Some Breeders Speak Out Against the AKC

In October 2012, a longtime breeder of Coton de Tulear dogs, Hailey Parker, filed a lawsuit against the AKC.

According to Out of the Cage, the majority of Coton breeders, individual Coton owners, and the national rescue organization for Cotons have decided to stay away from the AKC:

The AKC has a reputation for being associated with puppy mills and other large-size commercial breeding operations, both of which are often cited for practices not good for the health of either fully grown dogs or the pups they are continually birthing. In addition, according to Parker, once a breed is part of the AKC it becomes hard to control the lineage of the population. There is both an increased chance of inbreeding as well as a risk that the purity of the breed will be diluted. “You simply may not be getting a purebred dog or a healthy dog if you get an AKC dog,” says Parker. She also believes that breeds that become part of the AKC begin to be bred so that their physical look is altered to maximize their appearance for the show ring, which can also lead to health problems.

Longtime Breeder Called “Traitor” for Supporting Breeding Limits

In 2009, Oregon lawmakers introduced legislation to limit the number of intact dogs a breeder could have to 25. Ted Paul, a Salem collie breeder, past president of the Collie Club of America, and dog show judge for over 40 years was asked by lawmakers to lend his support to the bill, and he agreed. Soon he was reading on Internet websites that he was a “traitor,” and AKC-affiliated dog show organizers stopped inviting him to judge events.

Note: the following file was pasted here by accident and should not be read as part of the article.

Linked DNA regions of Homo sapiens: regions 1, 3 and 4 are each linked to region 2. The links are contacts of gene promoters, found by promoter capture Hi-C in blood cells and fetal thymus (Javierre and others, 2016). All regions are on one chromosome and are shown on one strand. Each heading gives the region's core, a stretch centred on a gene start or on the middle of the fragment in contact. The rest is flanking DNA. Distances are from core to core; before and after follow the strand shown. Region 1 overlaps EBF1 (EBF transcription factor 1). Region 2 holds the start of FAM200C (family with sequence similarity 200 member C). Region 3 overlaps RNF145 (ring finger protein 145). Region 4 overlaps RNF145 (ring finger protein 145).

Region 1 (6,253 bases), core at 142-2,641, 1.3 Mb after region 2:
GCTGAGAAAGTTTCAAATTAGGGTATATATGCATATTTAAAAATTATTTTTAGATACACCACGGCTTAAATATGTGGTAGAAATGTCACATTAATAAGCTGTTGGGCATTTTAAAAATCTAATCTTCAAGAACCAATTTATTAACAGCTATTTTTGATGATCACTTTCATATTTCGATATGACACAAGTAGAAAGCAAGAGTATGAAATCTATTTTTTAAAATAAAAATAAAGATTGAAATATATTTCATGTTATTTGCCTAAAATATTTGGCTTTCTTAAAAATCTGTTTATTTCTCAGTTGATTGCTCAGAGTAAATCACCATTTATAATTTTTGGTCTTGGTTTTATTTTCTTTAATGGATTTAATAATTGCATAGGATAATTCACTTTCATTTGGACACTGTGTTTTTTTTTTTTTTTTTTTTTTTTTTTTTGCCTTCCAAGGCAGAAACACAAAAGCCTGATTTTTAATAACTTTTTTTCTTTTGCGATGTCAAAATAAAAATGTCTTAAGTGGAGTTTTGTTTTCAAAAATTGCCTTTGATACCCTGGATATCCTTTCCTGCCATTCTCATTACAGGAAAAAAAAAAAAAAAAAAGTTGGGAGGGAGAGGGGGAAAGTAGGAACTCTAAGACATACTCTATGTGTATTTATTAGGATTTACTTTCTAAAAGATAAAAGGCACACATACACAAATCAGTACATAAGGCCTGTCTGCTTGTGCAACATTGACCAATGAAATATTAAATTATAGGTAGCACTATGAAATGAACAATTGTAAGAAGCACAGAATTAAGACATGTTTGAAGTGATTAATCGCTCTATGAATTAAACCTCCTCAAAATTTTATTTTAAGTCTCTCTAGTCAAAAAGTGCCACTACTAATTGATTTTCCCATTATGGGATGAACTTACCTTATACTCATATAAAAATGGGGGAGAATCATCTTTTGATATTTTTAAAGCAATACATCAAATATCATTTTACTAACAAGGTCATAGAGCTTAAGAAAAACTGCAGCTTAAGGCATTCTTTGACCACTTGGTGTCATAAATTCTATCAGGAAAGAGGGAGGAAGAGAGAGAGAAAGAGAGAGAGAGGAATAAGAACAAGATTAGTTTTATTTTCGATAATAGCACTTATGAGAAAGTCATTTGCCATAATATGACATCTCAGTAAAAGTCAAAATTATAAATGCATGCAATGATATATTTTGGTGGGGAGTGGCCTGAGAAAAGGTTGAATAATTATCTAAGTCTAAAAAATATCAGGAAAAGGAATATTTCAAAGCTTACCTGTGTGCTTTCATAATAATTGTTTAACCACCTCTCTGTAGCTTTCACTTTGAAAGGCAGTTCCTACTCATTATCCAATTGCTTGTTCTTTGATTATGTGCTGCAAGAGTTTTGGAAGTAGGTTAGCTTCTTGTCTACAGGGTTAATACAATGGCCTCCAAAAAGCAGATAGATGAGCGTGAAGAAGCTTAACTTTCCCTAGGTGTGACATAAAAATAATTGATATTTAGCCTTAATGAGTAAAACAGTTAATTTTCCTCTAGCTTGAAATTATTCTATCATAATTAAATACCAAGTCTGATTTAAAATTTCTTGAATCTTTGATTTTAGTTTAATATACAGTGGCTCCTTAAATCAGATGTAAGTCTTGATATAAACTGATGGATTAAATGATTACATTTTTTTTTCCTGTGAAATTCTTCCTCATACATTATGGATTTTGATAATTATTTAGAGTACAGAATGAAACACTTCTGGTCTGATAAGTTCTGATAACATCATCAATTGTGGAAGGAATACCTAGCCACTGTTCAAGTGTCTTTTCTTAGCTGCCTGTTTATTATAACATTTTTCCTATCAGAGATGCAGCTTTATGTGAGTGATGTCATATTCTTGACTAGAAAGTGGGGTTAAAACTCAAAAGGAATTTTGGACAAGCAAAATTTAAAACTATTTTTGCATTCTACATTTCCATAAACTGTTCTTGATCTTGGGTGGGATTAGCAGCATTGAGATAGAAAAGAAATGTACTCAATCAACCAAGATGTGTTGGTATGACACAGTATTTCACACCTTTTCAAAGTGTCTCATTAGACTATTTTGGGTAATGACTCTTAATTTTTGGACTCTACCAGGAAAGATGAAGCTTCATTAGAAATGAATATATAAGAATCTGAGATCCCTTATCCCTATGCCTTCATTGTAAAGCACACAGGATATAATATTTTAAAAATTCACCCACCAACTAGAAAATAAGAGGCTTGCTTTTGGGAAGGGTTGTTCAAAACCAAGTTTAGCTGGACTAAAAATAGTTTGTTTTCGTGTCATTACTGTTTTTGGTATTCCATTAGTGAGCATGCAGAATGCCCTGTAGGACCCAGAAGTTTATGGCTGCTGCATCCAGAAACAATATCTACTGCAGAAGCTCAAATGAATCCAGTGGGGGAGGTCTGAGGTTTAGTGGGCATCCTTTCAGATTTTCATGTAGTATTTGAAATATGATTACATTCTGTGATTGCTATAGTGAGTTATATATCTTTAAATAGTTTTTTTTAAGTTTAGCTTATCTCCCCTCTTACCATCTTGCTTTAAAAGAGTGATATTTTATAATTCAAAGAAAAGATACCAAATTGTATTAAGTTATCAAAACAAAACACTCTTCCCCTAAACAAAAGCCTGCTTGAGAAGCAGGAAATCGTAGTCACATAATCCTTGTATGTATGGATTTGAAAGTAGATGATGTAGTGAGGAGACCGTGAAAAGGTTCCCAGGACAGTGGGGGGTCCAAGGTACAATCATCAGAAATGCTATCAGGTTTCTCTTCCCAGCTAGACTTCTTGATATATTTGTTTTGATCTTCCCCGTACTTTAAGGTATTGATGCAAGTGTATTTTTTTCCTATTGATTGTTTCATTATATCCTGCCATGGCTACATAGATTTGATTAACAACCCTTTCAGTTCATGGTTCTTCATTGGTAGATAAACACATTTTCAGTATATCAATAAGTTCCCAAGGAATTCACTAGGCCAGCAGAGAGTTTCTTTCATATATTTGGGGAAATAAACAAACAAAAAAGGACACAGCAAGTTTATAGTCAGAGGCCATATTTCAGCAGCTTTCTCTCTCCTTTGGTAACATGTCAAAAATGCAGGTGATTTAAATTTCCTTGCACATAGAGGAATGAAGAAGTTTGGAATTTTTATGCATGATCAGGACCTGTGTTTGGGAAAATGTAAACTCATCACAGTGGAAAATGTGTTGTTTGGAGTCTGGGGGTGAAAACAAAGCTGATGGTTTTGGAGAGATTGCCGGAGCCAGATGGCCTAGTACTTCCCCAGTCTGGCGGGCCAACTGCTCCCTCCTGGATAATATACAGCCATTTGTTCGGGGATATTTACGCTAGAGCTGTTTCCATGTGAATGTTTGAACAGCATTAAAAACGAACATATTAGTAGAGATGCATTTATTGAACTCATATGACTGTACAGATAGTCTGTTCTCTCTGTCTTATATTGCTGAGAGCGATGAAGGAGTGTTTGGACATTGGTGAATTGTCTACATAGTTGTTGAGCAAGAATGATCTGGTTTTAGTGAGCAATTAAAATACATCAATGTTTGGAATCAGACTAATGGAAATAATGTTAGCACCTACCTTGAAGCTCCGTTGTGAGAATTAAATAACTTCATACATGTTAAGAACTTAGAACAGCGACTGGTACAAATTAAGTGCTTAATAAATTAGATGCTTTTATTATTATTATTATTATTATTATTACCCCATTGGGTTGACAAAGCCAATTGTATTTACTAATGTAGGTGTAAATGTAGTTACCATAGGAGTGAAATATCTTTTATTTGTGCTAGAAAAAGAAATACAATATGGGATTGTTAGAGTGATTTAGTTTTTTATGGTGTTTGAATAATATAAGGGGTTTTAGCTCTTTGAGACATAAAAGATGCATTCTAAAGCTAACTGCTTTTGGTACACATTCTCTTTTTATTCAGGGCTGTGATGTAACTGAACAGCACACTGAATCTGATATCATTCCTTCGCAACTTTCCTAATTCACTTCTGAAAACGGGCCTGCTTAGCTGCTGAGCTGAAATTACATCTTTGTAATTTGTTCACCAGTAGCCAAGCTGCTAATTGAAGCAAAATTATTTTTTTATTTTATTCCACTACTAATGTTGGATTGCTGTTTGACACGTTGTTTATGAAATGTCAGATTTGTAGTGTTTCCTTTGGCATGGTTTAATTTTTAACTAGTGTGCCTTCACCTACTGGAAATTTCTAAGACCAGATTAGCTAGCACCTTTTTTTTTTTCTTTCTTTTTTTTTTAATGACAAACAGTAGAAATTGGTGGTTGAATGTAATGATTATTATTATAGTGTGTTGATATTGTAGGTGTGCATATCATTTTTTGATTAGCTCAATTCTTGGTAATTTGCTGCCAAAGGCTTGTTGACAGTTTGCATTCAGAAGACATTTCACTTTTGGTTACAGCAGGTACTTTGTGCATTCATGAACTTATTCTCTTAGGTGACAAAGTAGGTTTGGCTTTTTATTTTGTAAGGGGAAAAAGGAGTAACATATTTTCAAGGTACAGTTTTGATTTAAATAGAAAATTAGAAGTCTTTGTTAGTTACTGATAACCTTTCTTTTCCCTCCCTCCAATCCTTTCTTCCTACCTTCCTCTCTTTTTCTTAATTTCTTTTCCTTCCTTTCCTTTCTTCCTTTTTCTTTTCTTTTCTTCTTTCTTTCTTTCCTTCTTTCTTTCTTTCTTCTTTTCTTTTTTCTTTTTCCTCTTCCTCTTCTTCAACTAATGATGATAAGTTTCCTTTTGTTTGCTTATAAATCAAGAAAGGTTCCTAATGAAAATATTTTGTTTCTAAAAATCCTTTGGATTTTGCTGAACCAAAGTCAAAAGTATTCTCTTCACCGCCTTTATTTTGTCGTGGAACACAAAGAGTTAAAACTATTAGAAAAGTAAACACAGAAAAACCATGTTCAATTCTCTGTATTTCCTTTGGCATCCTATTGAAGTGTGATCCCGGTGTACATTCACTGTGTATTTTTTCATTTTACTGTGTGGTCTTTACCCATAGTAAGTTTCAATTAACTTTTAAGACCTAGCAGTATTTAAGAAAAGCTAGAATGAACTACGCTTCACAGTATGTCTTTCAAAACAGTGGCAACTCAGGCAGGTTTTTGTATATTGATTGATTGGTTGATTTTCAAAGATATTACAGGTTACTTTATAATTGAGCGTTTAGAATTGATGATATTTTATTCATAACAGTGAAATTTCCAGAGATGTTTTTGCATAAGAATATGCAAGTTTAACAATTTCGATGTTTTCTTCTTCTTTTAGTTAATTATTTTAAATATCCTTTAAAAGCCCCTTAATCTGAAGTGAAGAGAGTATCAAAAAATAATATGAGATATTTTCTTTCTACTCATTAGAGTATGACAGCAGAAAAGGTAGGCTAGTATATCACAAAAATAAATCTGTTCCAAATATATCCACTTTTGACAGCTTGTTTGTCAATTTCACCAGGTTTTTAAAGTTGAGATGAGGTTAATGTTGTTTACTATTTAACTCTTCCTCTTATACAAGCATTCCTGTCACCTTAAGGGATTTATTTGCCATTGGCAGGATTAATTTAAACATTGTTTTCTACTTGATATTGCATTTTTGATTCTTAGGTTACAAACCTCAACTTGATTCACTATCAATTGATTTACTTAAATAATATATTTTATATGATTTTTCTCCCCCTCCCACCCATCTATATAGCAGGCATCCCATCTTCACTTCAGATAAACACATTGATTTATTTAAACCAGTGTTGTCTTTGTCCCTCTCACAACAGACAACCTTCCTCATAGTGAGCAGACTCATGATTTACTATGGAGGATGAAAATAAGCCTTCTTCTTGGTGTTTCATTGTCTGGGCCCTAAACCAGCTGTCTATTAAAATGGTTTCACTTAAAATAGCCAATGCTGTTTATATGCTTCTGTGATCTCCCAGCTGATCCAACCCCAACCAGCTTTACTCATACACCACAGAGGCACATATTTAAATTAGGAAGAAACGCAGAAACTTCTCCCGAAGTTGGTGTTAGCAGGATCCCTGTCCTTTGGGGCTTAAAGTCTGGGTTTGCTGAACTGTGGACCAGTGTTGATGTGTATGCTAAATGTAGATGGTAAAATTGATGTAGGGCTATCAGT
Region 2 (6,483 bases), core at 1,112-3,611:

The breeding limits bill passed, but Ted Paul has been unofficially banned from judging dog shows because he put his support behind it.

It seems clear there is growing dissent among reputable breeders and dog owners against some of the AKC’s policies and practices. Hopefully pressure from these groups and animal welfare organizations like the ASPCA and the HSUS will prompt the American Kennel Club to take a more active role in promoting and enforcing responsible breeding practices.